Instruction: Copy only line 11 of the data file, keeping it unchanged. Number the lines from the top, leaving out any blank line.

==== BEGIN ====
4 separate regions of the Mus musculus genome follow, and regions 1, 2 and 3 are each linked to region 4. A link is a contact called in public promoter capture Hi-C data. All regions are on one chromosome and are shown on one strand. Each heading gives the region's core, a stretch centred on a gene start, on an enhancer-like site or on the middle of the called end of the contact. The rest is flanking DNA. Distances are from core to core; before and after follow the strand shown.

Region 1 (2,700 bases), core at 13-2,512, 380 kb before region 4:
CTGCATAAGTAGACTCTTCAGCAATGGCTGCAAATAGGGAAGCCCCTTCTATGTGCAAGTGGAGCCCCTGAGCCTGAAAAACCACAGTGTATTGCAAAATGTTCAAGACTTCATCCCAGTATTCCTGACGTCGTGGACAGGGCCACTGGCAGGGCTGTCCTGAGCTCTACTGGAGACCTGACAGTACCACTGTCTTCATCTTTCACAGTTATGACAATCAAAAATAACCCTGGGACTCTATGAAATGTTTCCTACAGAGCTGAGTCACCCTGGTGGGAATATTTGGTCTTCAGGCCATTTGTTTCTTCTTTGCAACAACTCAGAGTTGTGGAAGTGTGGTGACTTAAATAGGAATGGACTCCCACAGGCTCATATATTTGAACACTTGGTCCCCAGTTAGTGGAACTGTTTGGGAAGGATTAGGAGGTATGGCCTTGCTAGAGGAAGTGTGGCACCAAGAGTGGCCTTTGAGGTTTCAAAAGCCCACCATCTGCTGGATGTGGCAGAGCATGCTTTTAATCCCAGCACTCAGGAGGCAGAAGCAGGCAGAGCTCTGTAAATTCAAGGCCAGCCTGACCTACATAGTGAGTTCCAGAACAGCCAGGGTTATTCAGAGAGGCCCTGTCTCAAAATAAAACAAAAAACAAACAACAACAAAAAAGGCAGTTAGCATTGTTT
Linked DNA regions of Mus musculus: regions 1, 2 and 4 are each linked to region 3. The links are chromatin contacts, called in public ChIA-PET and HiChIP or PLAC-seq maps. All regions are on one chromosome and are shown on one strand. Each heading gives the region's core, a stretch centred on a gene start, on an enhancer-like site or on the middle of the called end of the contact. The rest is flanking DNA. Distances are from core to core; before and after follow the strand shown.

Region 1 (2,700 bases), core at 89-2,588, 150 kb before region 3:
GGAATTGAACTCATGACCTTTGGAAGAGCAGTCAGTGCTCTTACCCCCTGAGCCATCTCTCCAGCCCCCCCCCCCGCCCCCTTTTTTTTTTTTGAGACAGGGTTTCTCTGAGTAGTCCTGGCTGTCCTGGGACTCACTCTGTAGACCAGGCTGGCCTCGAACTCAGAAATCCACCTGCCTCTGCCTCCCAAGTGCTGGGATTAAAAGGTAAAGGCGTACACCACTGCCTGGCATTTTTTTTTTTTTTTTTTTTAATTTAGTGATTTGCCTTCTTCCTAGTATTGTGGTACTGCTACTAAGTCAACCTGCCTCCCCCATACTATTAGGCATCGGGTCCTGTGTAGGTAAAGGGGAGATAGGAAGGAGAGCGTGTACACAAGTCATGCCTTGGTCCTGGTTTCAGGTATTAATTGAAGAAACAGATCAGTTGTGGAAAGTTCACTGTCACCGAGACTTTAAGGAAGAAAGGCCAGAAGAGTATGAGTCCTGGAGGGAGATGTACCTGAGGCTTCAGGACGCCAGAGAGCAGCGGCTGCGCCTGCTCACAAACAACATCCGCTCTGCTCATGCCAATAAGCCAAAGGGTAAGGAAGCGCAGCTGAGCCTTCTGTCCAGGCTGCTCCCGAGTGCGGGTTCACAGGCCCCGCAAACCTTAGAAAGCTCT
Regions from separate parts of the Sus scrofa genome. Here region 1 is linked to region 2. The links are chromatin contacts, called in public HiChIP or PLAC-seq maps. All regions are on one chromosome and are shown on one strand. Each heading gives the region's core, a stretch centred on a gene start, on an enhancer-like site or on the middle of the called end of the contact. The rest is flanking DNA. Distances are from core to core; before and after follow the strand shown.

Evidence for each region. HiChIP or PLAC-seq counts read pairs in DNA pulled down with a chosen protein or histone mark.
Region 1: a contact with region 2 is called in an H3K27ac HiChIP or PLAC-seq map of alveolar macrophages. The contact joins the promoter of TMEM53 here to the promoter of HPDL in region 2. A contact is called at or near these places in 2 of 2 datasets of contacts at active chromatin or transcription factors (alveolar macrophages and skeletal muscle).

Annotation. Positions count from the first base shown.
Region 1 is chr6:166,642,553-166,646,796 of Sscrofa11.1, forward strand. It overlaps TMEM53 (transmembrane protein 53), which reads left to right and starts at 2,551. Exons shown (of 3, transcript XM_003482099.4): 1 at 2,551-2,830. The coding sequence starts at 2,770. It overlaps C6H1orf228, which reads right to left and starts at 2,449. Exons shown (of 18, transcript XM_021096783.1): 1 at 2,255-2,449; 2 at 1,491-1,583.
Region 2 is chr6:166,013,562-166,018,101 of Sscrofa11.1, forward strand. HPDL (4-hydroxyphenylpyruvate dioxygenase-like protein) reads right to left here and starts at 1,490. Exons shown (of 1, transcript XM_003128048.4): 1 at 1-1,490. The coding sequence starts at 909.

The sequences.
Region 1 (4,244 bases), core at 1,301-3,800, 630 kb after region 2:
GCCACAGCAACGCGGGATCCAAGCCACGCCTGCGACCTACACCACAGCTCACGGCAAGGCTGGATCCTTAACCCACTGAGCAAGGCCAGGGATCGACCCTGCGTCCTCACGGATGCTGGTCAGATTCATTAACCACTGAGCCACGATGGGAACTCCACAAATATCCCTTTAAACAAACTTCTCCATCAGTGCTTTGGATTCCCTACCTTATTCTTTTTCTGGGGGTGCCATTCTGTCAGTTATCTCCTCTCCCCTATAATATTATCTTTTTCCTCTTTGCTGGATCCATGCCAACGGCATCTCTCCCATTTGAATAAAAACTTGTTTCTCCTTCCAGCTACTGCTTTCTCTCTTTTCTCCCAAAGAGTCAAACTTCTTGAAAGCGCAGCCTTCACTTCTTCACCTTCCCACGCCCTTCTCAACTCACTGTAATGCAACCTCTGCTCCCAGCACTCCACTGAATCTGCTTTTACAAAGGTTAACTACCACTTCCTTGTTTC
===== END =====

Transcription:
Region 1 is chr6:166,642,553-166,646,796 of Sscrofa11.1, forward strand. It overlaps TMEM53 (transmembrane protein 53), which reads left to right and starts at 2,551. Exons shown (of 3, transcript XM_003482099.4): 1 at 2,551-2,830. The coding sequence starts at 2,770. It overlaps C6H1orf228, which reads right to left and starts at 2,449. Exons shown (of 18, transcript XM_021096783.1): 1 at 2,255-2,449; 2 at 1,491-1,583.